Brussels's idea of a "wider Europe" implies that Europeanization is not limited to EU member states. The EU can, so it claims, also exert influence beyond its borders. One of the channels of external EU influence is cooperation between Europarties and parties outside the Union. Through mutual visits and joint activities, non-EU parties become internationally socialized, that is, exposed to the Europarties' norms as well as values, and experience the rules as well as practices that shape European party-building. What are the incentives for Europarties and non-EU parties to cooperate with each other? What kind of, and how much, impact did cooperation have on party development in post-Soviet Georgia, Moldova, and Ukraine?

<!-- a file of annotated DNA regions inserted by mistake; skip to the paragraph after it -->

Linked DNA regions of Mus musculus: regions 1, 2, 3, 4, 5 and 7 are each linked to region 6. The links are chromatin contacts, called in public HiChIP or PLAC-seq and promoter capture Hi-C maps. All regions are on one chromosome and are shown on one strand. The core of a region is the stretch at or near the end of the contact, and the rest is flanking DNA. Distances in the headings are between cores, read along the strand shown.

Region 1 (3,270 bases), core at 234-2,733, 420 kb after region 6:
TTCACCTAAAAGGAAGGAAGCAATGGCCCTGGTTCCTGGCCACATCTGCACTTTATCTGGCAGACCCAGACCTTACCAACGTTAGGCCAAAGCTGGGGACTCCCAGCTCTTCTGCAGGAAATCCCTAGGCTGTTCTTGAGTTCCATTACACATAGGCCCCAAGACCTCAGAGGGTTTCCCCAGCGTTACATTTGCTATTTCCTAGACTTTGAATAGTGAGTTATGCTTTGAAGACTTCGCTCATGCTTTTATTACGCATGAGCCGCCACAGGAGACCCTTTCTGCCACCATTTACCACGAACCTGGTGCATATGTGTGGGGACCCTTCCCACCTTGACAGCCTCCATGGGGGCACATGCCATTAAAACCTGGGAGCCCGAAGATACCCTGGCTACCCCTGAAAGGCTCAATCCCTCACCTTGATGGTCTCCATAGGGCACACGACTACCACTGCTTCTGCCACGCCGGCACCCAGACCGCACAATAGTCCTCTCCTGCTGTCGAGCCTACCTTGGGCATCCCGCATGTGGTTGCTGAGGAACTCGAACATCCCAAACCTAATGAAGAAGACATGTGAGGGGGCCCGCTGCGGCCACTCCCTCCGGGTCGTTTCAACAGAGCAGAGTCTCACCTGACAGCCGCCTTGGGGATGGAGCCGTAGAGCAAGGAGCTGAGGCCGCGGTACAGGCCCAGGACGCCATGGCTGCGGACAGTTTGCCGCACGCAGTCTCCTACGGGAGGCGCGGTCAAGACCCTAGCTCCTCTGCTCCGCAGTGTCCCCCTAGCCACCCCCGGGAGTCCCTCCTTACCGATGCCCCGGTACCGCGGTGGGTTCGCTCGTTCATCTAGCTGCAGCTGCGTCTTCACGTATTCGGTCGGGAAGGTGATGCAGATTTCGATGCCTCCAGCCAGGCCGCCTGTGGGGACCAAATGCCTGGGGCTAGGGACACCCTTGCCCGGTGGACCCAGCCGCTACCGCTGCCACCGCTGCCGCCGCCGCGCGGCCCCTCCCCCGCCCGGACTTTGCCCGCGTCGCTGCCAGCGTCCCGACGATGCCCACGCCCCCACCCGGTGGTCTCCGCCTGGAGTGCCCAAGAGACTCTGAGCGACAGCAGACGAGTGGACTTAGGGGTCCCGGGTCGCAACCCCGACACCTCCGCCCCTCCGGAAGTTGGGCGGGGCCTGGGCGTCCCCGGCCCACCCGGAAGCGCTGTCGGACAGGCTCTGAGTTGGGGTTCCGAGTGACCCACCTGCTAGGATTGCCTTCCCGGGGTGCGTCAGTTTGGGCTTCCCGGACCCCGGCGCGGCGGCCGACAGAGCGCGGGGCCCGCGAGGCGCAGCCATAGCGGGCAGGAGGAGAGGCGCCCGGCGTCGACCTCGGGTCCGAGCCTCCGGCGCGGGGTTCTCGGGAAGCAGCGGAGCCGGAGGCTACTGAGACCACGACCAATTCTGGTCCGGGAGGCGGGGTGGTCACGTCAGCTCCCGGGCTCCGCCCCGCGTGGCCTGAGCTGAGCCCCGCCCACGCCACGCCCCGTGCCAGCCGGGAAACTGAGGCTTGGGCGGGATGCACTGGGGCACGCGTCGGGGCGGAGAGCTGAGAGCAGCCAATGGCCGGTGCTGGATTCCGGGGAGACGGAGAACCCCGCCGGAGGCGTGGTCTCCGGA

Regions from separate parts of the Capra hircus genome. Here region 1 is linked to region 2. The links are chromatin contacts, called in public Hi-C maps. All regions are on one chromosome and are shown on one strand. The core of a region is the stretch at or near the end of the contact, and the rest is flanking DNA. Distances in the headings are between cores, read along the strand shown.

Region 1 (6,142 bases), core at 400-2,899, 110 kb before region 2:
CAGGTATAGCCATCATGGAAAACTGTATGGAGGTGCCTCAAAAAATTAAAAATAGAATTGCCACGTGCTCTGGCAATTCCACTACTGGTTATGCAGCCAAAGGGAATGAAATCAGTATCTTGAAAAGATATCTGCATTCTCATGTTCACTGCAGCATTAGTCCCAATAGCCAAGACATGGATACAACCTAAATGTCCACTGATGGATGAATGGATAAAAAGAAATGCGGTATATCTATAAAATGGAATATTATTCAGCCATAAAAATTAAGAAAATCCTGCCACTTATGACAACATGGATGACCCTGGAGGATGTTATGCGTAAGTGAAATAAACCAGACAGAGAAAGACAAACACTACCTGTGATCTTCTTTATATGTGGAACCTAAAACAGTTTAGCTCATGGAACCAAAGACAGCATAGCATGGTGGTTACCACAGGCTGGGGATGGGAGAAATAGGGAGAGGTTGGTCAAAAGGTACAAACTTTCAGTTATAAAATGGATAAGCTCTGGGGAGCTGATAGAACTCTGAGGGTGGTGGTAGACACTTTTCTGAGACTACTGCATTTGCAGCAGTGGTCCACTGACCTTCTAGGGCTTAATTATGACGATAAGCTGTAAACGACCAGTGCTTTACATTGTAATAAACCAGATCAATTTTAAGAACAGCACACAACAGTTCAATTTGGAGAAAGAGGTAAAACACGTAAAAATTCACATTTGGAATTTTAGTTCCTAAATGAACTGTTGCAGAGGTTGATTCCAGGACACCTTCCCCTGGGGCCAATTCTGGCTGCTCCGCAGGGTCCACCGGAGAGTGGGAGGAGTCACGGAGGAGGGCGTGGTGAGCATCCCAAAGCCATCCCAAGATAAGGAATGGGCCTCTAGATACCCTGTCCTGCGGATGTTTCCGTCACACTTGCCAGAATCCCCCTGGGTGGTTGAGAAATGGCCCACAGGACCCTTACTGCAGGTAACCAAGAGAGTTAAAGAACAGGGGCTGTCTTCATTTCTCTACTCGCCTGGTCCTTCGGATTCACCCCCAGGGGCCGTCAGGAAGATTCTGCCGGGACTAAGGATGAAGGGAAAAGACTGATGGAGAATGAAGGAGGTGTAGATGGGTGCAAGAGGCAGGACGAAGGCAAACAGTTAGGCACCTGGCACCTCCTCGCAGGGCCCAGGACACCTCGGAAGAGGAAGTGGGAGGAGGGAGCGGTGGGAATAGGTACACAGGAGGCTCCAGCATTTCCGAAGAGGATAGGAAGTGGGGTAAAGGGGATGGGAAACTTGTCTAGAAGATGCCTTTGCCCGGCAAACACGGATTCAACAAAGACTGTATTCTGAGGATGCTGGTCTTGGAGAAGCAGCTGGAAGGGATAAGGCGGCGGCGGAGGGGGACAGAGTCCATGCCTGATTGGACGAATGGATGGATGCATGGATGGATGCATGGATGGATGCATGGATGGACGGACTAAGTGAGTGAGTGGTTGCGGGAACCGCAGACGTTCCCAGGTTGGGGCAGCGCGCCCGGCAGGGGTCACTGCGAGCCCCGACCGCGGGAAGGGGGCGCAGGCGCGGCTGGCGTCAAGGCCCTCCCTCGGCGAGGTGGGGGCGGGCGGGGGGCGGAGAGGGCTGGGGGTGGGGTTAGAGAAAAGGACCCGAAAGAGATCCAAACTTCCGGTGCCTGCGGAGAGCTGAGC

Based on eighty interviews with party officials, international donors and academics, Maria Shagina outlines the set of motivations that trigger cooperation between Europarties and non-EU parties, analyzes the impact of cooperation on party ideology, organizational structure, and interparty behavior in Georgia, Moldova, and Ukraine, and explores the implications of this cooperation on the standardization, consolidation, and democratization of the non-EU party systems. Her findings shed light on how prestige and domestic factors impede the penetration of EU norms and values in the non-EU party structures, and point to the failures of Europarties to adequately address problems of party-development in Eastern Europe. The book reveals the ways in which cooperation with Europarties has paradoxically contributed to the ossification of the status quo and impaired the development as well as the consolidation of democracy in the three Eastern Partnership states.